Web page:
Visual Studio “Orcas” will have a new and improved WPF designer, codenamed “Cider “. I’ve been using the November 2006 CTP of Cider in Visual Studio 2005 up until now, which is adequate, but not feature complete by far. Furthermoew, development on the WPF extensions for Visual Studio 2005 is not continued as you can read in the November CTP release notes:
“This November CTP is the last planned release of Cider as an extension to Visual Studio 2005. Future CTPs of Cider will be available in the preview releases of the next full version of Visual Studio which is currently code named “Orcas”.“
This evening I took my first longer look at Cider as it is in Visual Studio Orcas Beta 1 (April 2007 release) and decided to post some screenshots. Cider is definitely starting to look good.
For full appreciation and understanding of what is new check out the release notes for the March 2007 CTP of Cider. The differences between Beta 1 and the March 2007 CTP are minimal. There wasn’t any information on Cider Beta 1 at the time of this writing. As you read this there might be some at the Cider wiki, though.
Here we go. In the first screenshot you can see that the designer now supports zooming in (and out) of the surface.
While editing there are a lot of visual aids, such as the snaplines for alignment and preview of the displacement of controls on the designer surface. The latter is visible as the rectangle that is laid over the form at the top left corner. The larger shape is the shape of WIndow1, and the two red blocks in it mark the distance that the Cancel button has been moved.
The split screen for viewing both XAML and Design has been around in the November CTP as well. In case you hadn’t seen them, here’s the middle of the split screen. You can see the Design and upside-down XAML tab, plus the button in between to swap them around. At the right you can change the orientation of the split to left/right or top/bottom and collapse the bottom one is you want just one pane.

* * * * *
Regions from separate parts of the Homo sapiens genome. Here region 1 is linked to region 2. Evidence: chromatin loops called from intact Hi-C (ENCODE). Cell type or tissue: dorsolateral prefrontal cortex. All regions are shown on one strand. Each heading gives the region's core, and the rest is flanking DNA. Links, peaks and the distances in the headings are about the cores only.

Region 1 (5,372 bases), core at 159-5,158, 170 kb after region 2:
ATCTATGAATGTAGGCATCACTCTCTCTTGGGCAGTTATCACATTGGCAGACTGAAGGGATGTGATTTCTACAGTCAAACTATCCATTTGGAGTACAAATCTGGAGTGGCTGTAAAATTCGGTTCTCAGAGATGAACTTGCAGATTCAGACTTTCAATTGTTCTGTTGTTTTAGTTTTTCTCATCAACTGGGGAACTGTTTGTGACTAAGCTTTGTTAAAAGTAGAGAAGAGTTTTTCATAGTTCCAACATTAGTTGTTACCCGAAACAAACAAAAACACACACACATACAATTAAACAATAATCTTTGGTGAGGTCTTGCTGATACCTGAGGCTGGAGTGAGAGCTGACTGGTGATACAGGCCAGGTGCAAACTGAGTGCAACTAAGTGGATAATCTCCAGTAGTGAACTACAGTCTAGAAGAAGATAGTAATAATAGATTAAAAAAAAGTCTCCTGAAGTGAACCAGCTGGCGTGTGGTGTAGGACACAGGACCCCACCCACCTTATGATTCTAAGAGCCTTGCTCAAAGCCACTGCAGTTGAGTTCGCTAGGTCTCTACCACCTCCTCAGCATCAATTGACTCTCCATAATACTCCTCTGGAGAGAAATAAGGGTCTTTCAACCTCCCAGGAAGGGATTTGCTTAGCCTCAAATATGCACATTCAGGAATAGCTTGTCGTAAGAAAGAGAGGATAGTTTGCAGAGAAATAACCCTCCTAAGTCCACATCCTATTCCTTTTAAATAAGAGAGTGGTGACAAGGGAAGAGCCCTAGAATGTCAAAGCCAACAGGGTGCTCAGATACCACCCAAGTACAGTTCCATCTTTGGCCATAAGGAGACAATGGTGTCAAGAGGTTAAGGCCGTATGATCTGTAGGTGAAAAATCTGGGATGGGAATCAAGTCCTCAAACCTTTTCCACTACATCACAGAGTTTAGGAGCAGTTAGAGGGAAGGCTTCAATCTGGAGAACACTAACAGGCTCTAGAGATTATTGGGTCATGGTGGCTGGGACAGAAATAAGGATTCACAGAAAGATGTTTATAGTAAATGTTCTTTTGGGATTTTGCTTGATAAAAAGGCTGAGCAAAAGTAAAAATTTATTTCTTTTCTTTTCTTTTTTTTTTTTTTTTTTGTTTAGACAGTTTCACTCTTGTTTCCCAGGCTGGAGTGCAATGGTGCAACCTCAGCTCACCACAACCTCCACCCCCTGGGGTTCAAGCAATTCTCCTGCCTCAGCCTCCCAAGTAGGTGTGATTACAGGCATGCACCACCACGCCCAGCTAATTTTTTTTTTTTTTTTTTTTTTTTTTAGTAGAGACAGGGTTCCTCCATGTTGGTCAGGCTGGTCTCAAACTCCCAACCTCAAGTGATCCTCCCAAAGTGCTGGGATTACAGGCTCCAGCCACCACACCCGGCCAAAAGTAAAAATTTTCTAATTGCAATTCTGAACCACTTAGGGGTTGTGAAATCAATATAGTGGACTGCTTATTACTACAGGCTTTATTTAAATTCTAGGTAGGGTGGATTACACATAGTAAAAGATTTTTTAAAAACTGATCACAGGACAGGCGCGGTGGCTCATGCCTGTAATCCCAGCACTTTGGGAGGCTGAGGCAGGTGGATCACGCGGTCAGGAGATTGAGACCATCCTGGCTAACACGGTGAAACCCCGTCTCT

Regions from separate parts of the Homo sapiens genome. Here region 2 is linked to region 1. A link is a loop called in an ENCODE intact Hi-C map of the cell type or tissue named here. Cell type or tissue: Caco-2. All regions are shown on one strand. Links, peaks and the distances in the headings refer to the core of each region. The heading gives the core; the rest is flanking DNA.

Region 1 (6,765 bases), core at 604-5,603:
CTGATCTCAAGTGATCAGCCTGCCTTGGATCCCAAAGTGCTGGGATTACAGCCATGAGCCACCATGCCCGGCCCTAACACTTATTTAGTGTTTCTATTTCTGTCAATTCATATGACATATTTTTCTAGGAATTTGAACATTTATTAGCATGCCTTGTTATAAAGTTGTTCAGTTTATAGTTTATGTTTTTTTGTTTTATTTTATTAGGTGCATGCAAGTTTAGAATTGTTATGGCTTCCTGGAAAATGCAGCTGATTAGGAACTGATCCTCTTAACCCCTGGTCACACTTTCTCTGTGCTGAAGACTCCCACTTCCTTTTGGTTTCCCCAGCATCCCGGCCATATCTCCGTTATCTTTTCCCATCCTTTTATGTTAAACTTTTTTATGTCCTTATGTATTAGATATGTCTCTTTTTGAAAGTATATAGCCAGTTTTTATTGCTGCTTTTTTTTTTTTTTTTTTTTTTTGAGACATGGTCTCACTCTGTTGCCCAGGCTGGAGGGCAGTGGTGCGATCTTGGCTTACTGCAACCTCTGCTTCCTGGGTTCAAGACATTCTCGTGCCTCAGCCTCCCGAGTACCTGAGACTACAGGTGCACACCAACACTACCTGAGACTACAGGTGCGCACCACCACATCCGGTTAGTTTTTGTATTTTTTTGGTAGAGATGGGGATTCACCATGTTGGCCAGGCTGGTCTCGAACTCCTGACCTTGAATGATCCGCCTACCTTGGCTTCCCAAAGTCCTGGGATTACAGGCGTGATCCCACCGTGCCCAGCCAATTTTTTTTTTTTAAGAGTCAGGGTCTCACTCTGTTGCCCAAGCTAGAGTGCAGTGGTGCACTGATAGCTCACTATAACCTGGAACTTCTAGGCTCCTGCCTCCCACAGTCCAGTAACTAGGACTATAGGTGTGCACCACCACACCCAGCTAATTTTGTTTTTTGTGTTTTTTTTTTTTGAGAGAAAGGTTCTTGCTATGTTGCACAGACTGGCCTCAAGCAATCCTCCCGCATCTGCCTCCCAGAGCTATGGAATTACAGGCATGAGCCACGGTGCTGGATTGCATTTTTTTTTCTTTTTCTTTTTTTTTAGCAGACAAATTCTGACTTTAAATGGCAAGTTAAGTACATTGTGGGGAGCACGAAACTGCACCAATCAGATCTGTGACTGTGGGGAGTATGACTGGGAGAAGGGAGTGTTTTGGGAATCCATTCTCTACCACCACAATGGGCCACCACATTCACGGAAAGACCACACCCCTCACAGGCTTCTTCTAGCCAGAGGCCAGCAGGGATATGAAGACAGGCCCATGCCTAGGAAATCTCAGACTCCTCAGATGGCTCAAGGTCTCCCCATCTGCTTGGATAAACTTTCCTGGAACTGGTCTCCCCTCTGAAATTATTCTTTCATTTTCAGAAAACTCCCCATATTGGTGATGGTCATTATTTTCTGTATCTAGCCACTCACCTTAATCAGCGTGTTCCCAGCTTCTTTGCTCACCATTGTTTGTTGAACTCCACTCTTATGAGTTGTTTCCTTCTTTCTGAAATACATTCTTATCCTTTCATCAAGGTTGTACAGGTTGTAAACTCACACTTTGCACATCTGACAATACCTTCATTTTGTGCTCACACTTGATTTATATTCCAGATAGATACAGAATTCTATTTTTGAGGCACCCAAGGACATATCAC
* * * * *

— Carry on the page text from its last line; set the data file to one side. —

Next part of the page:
Collapsing one will give you the two tabs next to each other.
At the bottom the path to the currently selected WPF element is shown. The arrows at the left allow you to navigate to the child elements our traverse the parents back to the root. What’s also pretty cool is that you can hover a certain element in the path and get a preview if that’s available.
The property grid is also brand new. It has a somewhat different layout at the top featuring another preview of the currently selected WPF element (again, if available).
A very obvious caveat in the November 2006 CTP is the omission of a context menu when you right-click an element on the designer. It is available now and Cut, Copy and Paste actions are available here, as well as shortcuts to switch from code to XAML and vice versa. It also allows you to alter the zoom level.
One other available options is the Document Outline, that you can open up. This gives you a view into the logical WPF element tree. It gives you a nice overview of the current XAML document and also has the handy preview thumbnails whenever you hover a node in the tree.
One very big improvement is the IntelliSense of the XAML code editor. Instead of a XML Schema based suggestions the editor now uses a XAML language service, that is able to give much better IntelliSense information. For one it can take the current context of the element into account.
And finally, adding XML namespaces based on CLR namespaces (the XAML variant to a C# using or VB Imports statement) to XAML is now a piece of cake. Simply select the desired namespace from the IntelliSense context menu. This will appear as soon as you type the opening quotes after a namespace prefix declaration. As easy as that.
So, the Cider designer is coming together quite nicely. Still a long way to go. For example, there is no editor support to create an event handler. You will have to create on in code or by hand-editing the XAML. Being able to do that the ASP.NET or WinForms way would be very welcome.